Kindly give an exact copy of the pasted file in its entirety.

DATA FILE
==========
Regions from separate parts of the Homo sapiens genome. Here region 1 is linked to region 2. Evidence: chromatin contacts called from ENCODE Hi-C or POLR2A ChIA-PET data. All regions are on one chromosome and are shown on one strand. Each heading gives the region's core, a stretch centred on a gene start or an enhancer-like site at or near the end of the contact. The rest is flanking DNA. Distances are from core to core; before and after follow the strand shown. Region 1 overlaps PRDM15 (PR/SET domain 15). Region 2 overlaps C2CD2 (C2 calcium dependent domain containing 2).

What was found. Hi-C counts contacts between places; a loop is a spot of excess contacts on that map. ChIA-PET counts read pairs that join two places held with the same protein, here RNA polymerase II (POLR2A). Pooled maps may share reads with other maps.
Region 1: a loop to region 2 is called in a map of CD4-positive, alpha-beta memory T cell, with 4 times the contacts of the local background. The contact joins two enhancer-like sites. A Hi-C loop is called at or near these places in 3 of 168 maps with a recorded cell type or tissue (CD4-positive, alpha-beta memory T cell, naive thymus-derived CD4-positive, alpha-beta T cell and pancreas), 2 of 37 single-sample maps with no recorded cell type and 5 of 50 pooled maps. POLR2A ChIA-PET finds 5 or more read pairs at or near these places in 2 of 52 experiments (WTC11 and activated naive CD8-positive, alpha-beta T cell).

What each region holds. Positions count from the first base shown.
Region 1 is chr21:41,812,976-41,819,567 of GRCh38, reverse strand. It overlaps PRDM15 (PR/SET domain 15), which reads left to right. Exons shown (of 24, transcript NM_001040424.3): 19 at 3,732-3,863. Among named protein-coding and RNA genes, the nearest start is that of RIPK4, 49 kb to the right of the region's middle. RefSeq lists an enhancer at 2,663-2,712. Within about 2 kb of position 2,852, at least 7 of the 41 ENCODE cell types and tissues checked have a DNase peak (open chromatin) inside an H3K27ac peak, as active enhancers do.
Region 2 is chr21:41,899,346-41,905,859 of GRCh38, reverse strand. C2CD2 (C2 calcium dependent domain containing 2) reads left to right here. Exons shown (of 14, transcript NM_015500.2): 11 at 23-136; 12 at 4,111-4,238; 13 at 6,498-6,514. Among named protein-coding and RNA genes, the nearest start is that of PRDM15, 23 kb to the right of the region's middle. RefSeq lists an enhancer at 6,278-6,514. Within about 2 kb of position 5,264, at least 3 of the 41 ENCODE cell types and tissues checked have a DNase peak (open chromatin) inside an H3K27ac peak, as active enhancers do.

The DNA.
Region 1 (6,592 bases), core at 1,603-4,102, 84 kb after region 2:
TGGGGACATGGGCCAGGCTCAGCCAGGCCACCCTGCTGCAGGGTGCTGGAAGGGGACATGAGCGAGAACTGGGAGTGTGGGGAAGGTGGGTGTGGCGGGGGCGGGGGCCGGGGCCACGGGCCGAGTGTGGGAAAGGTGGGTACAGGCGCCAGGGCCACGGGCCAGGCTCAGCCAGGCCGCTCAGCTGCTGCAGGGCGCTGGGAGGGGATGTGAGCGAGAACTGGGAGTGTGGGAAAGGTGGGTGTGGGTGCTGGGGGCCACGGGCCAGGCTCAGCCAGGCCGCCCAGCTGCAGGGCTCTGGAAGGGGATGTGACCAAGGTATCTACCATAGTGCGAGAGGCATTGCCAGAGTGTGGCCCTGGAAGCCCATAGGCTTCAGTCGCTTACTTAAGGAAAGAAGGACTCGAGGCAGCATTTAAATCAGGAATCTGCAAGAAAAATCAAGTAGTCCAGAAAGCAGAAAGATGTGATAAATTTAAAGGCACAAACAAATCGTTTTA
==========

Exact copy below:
Regions from separate parts of the Homo sapiens genome. Here region 1 is linked to region 2. Evidence: chromatin contacts called from ENCODE Hi-C or POLR2A ChIA-PET data. All regions are on one chromosome and are shown on one strand. Each heading gives the region's core, a stretch centred on a gene start or an enhancer-like site at or near the end of the contact. The rest is flanking DNA. Distances are from core to core; before and after follow the strand shown. Region 1 overlaps PRDM15 (PR/SET domain 15). Region 2 overlaps C2CD2 (C2 calcium dependent domain containing 2).

What was found. Hi-C counts contacts between places; a loop is a spot of excess contacts on that map. ChIA-PET counts read pairs that join two places held with the same protein, here RNA polymerase II (POLR2A). Pooled maps may share reads with other maps.
Region 1: a loop to region 2 is called in a map of CD4-positive, alpha-beta memory T cell, with 4 times the contacts of the local background. The contact joins two enhancer-like sites. A Hi-C loop is called at or near these places in 3 of 168 maps with a recorded cell type or tissue (CD4-positive, alpha-beta memory T cell, naive thymus-derived CD4-positive, alpha-beta T cell and pancreas), 2 of 37 single-sample maps with no recorded cell type and 5 of 50 pooled maps. POLR2A ChIA-PET finds 5 or more read pairs at or near these places in 2 of 52 experiments (WTC11 and activated naive CD8-positive, alpha-beta T cell).

What each region holds. Positions count from the first base shown.
Region 1 is chr21:41,812,976-41,819,567 of GRCh38, reverse strand. It overlaps PRDM15 (PR/SET domain 15), which reads left to right. Exons shown (of 24, transcript NM_001040424.3): 19 at 3,732-3,863. Among named protein-coding and RNA genes, the nearest start is that of RIPK4, 49 kb to the right of the region's middle. RefSeq lists an enhancer at 2,663-2,712. Within about 2 kb of position 2,852, at least 7 of the 41 ENCODE cell types and tissues checked have a DNase peak (open chromatin) inside an H3K27ac peak, as active enhancers do.
Region 2 is chr21:41,899,346-41,905,859 of GRCh38, reverse strand. C2CD2 (C2 calcium dependent domain containing 2) reads left to right here. Exons shown (of 14, transcript NM_015500.2): 11 at 23-136; 12 at 4,111-4,238; 13 at 6,498-6,514. Among named protein-coding and RNA genes, the nearest start is that of PRDM15, 23 kb to the right of the region's middle. RefSeq lists an enhancer at 6,278-6,514. Within about 2 kb of position 5,264, at least 3 of the 41 ENCODE cell types and tissues checked have a DNase peak (open chromatin) inside an H3K27ac peak, as active enhancers do.

The DNA.
Region 1 (6,592 bases), core at 1,603-4,102, 84 kb after region 2:
TGGGGACATGGGCCAGGCTCAGCCAGGCCACCCTGCTGCAGGGTGCTGGAAGGGGACATGAGCGAGAACTGGGAGTGTGGGGAAGGTGGGTGTGGCGGGGGCGGGGGCCGGGGCCACGGGCCGAGTGTGGGAAAGGTGGGTACAGGCGCCAGGGCCACGGGCCAGGCTCAGCCAGGCCGCTCAGCTGCTGCAGGGCGCTGGGAGGGGATGTGAGCGAGAACTGGGAGTGTGGGAAAGGTGGGTGTGGGTGCTGGGGGCCACGGGCCAGGCTCAGCCAGGCCGCCCAGCTGCAGGGCTCTGGAAGGGGATGTGACCAAGGTATCTACCATAGTGCGAGAGGCATTGCCAGAGTGTGGCCCTGGAAGCCCATAGGCTTCAGTCGCTTACTTAAGGAAAGAAGGACTCGAGGCAGCATTTAAATCAGGAATCTGCAAGAAAAATCAAGTAGTCCAGAAAGCAGAAAGATGTGATAAATTTAAAGGCACAAACAAATCGTTTTA